Press Release, Tips, Trends, Updates

Industry Update: Paper Shortages

Current State of The Industry

Paper supply is vital to the health of the print and direct mail industry.  The COVID-19 pandemic continues to upend global supply chains and impact operations across all areas of business. The paper industry is no exception. Without this key resource, the expression “stop the presses” takes on new meaning, literally.

The good news is that the desire to reach consumers in their homes using direct mail has skyrocketed. Unfortunately, this combined with other factors has caused a worldwide paper shortage. 

This new reality has “sent shock waves through the industry and created a mad dash as printers fight for resources.”

How Did We Get Here?

Throughout the Pandemic, the need for personal hygiene products and packaging papers increased. Simultaneously, the demand for graphic arts papers decreased as companies marketed less during the shut down period. Mills adjusted their production lines to produce the products with the highest demand and sold “off inventory” for the lower demand products. 

When the economy reopened, demand for graphics arts papers surged! Mills are now facing the balancing act of producing  multiple product lines at record rates. Inventories are depleted and there just aren’t enough production hours to keep up with the current demand. Combine this with the nationwide labor shortages, import delays at our nation’s ports, and transportation logistic issues –  the situation has grown dire.  

This new reality has “sent shock waves through the industry and created a mad dash as printers fight for resources” says President and CEO of The Mailworks, Brianne Baggetta. The impending holiday season only makes securing stock especially difficult with the rise of online shopping,  as many mills have converted some to most of their manufacturing lines to make corrugated packaging papers.

 

What The Future Looks Like

Currently, there is not enough paper to meet the demand. Unfortunately, the market is not expected to return to normal until mid 2022 or even the beginning of 2023.

As a result, mills are tightening allocations (the amount of paper allocated to each customer). They are working with existing customers to try and get them a percentage of what they usually order. In addition, prices are raising across the board. These limitations put a heavy strain on most businesses’ ability to serve their clients, leaving them searching for alternatives to meet their needs.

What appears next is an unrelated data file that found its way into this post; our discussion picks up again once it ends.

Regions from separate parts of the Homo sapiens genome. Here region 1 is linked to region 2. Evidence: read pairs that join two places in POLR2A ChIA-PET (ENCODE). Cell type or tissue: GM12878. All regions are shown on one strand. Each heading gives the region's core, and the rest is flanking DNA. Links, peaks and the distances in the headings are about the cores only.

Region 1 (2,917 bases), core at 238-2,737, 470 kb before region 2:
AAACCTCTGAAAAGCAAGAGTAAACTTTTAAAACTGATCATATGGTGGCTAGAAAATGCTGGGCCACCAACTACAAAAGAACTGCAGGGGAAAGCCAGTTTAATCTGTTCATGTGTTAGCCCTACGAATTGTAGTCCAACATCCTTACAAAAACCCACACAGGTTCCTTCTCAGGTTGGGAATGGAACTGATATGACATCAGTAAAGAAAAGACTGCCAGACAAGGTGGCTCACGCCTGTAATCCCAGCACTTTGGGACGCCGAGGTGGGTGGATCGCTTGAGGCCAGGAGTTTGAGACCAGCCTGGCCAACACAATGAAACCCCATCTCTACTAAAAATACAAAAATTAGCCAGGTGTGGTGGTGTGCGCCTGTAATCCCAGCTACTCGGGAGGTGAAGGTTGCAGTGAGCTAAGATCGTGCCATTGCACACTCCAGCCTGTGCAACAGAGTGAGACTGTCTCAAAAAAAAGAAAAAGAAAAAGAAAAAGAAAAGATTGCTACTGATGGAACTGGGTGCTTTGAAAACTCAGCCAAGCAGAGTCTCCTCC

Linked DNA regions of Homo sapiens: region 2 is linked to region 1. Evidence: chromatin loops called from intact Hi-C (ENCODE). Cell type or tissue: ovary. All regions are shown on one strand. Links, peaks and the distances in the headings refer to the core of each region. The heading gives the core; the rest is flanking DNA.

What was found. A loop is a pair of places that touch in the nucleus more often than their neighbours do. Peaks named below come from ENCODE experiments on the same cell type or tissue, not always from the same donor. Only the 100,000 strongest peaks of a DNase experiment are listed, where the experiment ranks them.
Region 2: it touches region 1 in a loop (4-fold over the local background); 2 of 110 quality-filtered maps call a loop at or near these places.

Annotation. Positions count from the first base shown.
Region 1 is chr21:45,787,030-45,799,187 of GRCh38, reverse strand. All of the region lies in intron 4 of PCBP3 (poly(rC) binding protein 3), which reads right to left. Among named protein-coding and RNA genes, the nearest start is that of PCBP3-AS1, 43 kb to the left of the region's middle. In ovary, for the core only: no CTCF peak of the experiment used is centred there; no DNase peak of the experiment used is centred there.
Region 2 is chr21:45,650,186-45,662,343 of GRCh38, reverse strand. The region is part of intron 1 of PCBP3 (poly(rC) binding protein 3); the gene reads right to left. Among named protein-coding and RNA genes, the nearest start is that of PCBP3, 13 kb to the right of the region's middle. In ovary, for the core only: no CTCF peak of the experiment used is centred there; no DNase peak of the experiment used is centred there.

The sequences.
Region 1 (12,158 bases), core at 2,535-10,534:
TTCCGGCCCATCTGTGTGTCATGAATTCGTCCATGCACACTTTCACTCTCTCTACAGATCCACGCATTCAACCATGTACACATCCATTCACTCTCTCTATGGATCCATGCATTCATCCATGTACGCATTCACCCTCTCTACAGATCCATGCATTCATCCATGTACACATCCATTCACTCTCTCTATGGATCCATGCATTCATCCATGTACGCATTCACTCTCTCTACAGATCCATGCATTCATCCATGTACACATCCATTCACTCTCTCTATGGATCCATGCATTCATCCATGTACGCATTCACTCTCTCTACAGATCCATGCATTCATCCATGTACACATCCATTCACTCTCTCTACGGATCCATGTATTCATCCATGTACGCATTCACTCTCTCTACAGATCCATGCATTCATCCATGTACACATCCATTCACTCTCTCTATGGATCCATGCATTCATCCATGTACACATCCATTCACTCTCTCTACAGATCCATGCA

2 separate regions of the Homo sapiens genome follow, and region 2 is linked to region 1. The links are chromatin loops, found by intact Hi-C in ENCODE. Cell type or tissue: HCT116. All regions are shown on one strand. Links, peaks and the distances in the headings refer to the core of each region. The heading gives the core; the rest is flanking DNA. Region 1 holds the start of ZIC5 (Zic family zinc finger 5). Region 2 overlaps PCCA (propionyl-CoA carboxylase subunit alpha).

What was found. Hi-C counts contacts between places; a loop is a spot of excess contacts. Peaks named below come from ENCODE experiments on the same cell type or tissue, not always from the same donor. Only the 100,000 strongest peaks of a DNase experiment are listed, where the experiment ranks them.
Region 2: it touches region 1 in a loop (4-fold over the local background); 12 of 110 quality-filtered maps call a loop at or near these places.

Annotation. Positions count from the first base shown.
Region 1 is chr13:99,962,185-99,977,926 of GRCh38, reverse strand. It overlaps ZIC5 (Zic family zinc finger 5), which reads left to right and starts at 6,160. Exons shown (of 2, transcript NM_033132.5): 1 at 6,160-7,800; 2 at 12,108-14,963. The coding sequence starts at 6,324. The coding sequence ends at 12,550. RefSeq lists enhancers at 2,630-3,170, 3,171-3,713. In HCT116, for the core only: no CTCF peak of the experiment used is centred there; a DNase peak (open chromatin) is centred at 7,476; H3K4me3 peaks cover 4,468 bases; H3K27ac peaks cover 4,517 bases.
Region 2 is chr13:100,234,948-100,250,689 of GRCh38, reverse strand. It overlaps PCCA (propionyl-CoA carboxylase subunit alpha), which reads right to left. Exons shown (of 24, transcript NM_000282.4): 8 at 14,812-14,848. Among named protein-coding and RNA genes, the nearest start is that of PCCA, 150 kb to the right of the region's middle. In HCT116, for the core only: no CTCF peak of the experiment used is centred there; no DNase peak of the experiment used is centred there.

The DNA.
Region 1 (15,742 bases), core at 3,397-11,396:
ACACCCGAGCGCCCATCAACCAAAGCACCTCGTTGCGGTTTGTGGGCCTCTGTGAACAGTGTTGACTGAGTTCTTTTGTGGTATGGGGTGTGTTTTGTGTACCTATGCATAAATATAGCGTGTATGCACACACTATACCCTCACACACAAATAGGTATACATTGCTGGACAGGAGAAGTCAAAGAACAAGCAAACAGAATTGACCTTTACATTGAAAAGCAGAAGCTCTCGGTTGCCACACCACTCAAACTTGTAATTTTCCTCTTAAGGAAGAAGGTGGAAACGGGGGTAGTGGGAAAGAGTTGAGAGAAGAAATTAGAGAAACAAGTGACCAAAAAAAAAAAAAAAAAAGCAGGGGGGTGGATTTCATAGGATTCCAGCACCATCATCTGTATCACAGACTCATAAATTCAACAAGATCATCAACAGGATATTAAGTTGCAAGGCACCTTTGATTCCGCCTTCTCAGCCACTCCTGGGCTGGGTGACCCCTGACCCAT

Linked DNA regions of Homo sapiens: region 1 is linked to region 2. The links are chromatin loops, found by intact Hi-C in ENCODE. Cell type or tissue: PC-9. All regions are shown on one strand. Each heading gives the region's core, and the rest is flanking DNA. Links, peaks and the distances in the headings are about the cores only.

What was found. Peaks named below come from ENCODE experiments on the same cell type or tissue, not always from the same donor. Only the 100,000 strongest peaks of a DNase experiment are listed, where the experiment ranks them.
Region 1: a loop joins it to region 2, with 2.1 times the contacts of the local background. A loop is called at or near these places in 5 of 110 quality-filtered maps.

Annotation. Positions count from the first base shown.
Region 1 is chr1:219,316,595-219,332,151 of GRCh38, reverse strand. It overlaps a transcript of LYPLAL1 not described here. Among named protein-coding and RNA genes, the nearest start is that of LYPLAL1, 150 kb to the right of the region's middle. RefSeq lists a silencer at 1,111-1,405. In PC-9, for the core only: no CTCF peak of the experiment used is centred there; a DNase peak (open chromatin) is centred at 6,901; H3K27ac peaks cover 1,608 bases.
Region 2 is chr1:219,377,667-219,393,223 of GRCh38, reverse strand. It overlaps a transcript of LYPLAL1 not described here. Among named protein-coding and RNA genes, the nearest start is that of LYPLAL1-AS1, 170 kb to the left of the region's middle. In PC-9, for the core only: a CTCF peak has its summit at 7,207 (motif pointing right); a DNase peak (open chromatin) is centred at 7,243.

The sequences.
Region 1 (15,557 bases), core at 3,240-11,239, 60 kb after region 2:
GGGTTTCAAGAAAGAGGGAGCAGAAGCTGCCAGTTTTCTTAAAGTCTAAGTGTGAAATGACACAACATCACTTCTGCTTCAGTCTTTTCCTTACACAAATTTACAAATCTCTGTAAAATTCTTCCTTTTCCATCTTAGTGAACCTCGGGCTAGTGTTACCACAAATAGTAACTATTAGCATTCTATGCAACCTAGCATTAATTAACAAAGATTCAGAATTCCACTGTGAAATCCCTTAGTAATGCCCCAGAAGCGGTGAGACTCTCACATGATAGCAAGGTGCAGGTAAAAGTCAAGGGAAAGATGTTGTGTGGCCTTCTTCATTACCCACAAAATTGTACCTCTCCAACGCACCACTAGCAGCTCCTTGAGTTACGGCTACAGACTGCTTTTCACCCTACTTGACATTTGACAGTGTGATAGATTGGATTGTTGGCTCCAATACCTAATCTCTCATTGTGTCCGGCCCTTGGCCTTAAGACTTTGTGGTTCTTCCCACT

Helena Nichols, Procurement Specialist at The Mailworks has been working around the clock to secure stocks, even if that means reaching out to new vendors. She’s had to think outside the box, saying “It’s broadened our perspective on how to source our supply needs. We are building new relationships with mills and paper distributors, strengthening our ties with current suppliers and more than ever, planning and communicating frequently. We are working to be more strategic than tactical when sourcing for supplies.”

Industry experts still recommend planning as far in advance as possible to secure deliveries. They also note as a general consumer, this shortage will reflect far wider than the print industry. Expect to see limitations and price increases on common goods such as wrapping paper, toilet paper, boxed goods, etc. When asked about The Mailworks approach for the future, Baggetta shared, “Our goal is to secure as much of our primary stocks as possible, while finding cost-effective alternative paper stocks for our customers.”

The Mailworks will continue to stay ahead of this situation as much as possible by planning with customers and forecasting future needs. We recommend you plan your marketing budget for the coming months proactively.